Sections
Fact Sheets
Global Trademark Resources
Fact Sheets
Assignments, Licenses and Valuation





Trademark Licensing


1. What is a trademark license?

A trademark license is an agreement between a trademark owner (the “licensor”) and another person (the “licensee”) in which the licensor permits the licensee to use its trademark in commerce. Usually, a trademark license is expressed in a written contract specifying the scope of the license.


2. What provisions are essential to a trademark license?

A trademark license will identify:

  • the trademark
  • the licensor and the licensee
  • the trademark right(s) to be licensed (including the territory in which the marks are being licensed)
  • the nature and quality of the goods and services that the licensee may offer under the trademark

3. Why is a licensor required to exercise quality control over a licensee's goods and services?

Control is needed because a trademark represents the trademark owner’s reputation for goods and services of a certain level of quality, and consumers tend to rely on this reputation in making purchasing decisions. If a licensor does not exercise sufficient control over the quality of the goods and services offered by the licensee, the trademark may, in some countries (for example, the United Kingdom and Canada), become vulnerable to attack by the licensee or a third party. In other countries, such as the United States, the trademark may be deemed abandoned.


A license will provide for quality control by the licensor by including provisions such as:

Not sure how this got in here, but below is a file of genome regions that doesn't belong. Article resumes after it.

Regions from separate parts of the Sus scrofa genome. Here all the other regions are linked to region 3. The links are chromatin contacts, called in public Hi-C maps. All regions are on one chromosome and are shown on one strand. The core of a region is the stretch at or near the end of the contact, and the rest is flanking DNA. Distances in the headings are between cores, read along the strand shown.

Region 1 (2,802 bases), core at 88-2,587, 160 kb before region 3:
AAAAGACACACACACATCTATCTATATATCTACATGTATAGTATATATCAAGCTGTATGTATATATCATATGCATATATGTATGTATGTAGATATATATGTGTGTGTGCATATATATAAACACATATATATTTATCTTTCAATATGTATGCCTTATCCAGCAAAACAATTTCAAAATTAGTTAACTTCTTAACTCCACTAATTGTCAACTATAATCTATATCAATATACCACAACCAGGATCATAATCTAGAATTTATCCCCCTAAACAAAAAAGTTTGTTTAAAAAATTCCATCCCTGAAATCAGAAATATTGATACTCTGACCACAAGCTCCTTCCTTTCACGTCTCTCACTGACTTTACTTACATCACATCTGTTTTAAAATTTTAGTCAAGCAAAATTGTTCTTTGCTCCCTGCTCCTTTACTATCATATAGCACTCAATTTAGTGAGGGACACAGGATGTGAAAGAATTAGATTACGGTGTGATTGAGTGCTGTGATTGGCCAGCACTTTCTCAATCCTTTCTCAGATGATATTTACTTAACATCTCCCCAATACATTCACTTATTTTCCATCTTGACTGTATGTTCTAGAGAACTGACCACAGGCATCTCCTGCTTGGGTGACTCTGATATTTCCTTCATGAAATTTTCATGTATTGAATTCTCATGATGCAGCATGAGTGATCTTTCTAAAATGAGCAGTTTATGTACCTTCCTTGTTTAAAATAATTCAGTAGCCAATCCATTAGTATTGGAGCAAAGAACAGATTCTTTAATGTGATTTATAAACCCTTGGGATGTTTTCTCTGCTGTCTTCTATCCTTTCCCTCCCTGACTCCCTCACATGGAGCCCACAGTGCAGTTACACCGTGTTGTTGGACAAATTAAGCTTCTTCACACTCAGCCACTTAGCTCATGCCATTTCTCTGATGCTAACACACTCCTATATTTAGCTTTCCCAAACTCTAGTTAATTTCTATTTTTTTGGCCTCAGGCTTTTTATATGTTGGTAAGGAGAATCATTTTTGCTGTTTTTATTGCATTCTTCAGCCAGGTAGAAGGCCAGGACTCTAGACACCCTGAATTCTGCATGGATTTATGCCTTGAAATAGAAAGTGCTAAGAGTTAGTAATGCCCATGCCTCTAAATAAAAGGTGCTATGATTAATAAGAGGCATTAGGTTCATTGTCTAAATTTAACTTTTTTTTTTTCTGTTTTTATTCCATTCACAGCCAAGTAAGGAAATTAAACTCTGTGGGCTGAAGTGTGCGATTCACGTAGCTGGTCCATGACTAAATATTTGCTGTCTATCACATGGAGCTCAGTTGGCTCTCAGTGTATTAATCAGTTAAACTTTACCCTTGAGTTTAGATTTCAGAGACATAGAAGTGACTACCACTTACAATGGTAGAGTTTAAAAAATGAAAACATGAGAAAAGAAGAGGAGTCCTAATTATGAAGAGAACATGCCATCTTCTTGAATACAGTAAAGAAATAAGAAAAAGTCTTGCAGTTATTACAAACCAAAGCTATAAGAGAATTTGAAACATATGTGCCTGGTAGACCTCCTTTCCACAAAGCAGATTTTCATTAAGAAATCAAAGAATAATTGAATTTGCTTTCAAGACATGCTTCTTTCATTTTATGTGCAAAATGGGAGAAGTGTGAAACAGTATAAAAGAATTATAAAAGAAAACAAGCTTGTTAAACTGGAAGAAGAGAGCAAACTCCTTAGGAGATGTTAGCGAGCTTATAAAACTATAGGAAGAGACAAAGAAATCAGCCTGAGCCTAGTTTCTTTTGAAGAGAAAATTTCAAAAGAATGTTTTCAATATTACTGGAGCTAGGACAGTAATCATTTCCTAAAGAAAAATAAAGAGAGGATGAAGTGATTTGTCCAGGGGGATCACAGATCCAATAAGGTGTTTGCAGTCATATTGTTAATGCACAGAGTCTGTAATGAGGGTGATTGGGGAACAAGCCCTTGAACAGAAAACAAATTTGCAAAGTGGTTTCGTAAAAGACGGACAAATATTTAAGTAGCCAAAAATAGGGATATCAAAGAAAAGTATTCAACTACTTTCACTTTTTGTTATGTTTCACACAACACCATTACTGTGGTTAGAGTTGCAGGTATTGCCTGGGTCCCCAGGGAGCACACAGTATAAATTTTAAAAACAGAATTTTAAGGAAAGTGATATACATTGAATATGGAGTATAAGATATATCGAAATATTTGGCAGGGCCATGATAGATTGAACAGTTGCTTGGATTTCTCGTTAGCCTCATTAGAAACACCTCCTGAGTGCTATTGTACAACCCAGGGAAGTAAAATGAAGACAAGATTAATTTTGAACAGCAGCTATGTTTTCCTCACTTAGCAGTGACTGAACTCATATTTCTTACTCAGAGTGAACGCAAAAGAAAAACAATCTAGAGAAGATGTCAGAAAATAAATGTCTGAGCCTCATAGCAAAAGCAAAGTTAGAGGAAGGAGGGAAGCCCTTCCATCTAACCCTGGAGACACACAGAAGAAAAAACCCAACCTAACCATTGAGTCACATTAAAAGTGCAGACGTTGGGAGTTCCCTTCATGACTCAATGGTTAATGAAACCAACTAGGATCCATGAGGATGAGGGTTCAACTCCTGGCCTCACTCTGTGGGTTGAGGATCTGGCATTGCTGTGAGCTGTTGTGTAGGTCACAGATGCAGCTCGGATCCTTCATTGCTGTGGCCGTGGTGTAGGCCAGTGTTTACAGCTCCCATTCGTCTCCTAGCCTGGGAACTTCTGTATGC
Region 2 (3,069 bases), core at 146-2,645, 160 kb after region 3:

• Trademark Usage - The licensor may specify the manner in which the trademark will be used on or in connection with the goods and services of the licensee and on advertising and promotional materials. The licensee may be required to obtain the licensor’s permission before using any new presentation of the trademark.
  • Quality Control Monitoring - A licensor may require access to a licensee's facilities, raw materials, finished products, personnel and records to monitor the licensee’s adherence to the licensor’s quality standards.

4. What other issues are commonly addressed in a trademark license?
  • Royalty - When a licensor grants a trademark license in return for royalty payments from its licensee, a royalty amount is usually stated explicitly in the license.
  • License Term - A trademark license usually sets a fixed term for the license and the conditions under which the license may be (a) renewed for an additional period of time or (b) terminated for breach of the license conditions.
  • Exclusivity - A trademark may be licensed exclusively to a single licensee or licensed non-exclusively to more than one licensee. In a non-exclusive licensing arrangement, the licensor retains rights to use the trademark itself, to license it to others, or both. A license may also be "sole," meaning that only the licensee may use the trademark.

5. Should a trademark license be recorded with the trademark office?

In some countries, for example, the United States, there is no legal requirement that trademark licenses be recorded with the national trademark office. Such recording will simply provide notice to the public of the existence of the license agreement. In other countries, however, a license must be recorded to be effective against third parties.


6. Should an attorney be consulted in preparing a trademark license?

An attorney familiar with trademark licensing may provide significant assistance in drafting and negotiating a trademark license. Also, a trademark attorney can advise about local requirements regarding trademark licensing requirements, including possible anti-competition laws and recording the license.


Additional INTA Resources 

Country Guides: Essential Information on Trademark Protection Worldwide

See Print Publications for Trademark Administration: A Guide for Paralegals and Trademark Administrators
Please give us your feedback on whether this fact sheet was helpful or if you have suggestions for other fact sheet topics.